Steve Bannon: Loyal to Trump, from White House to court
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The 68-year-old former investment banker rose to prominence as the head of far-right news outlet Breitbart before latching onto the Trump phenomenon and guiding the billionaire to the presidency.
He vowed to fight for Trump from outside the White House, pushed the president's discredited allegations of fraud in the 2020 election, and refused to testify to lawmakers investigating the Capitol attack, claiming to be covered by presidential executive privilege.
If founded guilty, he faces up to a year in prison for each of two charges of contempt of Congress.
After serving in the US Navy and making his name at Goldman Sachs during the 1980s boom years, Bannon founded his own investment bank before selling it to Societe Generale in 1998 and going on to be a Hollywood producer.
Some of his projects were standard entertainment fare, but documentaries on late president Ronald Reagan, populist darling Sarah Palin and the Tea Party movement brought him into right-wing circles.
He became an investor in Andrew Breitbart's eponymous media venture, which aimed to buck what its founder saw as the progressive left's grip on the news agenda.
Democrats and liberals were in the site's crosshairs, but moderate Republican lawmakers also felt its lash, accused of failing to stand up to president Barack Obama.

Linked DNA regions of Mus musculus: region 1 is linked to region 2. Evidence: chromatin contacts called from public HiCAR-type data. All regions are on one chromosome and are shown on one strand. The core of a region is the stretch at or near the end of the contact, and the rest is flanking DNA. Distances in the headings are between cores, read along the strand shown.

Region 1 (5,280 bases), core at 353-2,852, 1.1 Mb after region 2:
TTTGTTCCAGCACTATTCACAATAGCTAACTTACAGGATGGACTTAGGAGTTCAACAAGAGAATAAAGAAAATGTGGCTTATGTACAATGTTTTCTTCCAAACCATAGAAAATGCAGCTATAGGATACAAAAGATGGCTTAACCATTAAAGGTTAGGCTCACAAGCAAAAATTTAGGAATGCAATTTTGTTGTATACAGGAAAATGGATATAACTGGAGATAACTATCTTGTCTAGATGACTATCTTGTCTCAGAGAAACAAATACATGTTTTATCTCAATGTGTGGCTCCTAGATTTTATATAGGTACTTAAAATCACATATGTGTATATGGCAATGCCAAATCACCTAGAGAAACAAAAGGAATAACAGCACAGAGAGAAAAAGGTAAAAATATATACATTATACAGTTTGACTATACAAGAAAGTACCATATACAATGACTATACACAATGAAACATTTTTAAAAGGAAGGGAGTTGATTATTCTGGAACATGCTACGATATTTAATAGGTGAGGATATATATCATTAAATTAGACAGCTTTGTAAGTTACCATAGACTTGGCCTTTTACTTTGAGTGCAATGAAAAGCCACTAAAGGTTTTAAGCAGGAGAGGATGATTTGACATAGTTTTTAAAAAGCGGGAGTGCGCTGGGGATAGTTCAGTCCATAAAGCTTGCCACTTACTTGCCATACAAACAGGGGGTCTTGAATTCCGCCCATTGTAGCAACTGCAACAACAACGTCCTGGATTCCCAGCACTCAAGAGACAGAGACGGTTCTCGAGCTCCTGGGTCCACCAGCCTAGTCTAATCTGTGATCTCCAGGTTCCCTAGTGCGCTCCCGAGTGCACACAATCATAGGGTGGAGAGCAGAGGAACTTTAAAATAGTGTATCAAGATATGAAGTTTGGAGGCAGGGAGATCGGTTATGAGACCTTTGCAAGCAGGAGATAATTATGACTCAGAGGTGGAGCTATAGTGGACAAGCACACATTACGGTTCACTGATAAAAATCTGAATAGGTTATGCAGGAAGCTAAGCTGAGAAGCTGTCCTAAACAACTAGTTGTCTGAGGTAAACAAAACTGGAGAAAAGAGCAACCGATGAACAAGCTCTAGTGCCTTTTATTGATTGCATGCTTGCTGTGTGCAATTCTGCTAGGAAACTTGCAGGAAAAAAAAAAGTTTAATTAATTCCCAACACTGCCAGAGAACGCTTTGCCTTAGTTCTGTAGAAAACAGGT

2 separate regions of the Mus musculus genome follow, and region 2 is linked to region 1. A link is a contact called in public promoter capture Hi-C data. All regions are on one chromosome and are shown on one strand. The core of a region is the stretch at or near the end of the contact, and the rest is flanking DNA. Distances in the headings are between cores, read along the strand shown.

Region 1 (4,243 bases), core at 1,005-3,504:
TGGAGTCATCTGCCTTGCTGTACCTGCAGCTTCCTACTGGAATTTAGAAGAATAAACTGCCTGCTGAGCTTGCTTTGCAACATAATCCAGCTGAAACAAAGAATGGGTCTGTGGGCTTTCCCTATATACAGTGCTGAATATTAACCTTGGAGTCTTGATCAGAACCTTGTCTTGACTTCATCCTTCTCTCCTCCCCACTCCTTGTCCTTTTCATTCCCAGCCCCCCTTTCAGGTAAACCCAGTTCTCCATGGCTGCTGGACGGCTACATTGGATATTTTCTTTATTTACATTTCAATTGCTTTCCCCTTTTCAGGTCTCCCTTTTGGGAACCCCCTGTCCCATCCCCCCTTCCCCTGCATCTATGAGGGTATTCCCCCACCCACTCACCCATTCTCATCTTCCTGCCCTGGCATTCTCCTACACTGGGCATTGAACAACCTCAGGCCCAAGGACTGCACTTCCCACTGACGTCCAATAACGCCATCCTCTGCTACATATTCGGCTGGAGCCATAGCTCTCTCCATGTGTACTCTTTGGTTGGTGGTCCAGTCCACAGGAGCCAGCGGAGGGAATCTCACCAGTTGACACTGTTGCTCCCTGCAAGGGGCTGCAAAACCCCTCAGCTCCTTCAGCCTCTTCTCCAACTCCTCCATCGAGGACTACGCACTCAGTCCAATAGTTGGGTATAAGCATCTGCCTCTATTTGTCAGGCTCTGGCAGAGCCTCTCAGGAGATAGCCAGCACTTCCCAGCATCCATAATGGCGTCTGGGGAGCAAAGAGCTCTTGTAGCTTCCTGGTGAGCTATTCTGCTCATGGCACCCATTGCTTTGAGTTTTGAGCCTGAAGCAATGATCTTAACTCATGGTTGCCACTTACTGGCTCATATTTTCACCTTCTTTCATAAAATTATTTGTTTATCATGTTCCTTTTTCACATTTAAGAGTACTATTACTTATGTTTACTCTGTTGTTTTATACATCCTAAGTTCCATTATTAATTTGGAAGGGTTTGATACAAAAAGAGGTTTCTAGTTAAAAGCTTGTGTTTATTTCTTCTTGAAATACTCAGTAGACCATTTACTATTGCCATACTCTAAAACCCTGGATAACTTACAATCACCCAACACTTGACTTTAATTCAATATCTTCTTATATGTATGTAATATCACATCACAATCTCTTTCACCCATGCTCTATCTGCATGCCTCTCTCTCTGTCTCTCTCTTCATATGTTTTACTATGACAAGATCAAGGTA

Outsider to insider
He was one of the most influential figures in the White House, and was behind some of Trump's most controversial moves, including his ban on some travelers from abroad and pulling the United States out of the Paris climate change agreement.
His participation in Michael Wolff's gossipy and damaging book "Fire and Fury" angered the president, who dubbed him "Sloppy Steve" and suggested he "cried when he got fired and begged for his job" -- but their relationship survived.
Bannon stepped down from Breitbart in early 2018.
In 2020, he was charged with conspiracy to commit wire fraud over funds raised to build a wall on the border with Mexico -- a flagship Trump policy that the president had falsely promised would be paid for by the US's southern neighbor.
Trump pardoned Bannon -- who had pleaded not guilty to the fraud charge -- on his last day in office, two weeks after Trump supporters stormed the US Capitol in an attempt to prevent the certification of Joe Biden's election victory.
Bannon was one of dozens of people called to testify before the House committee about the assault.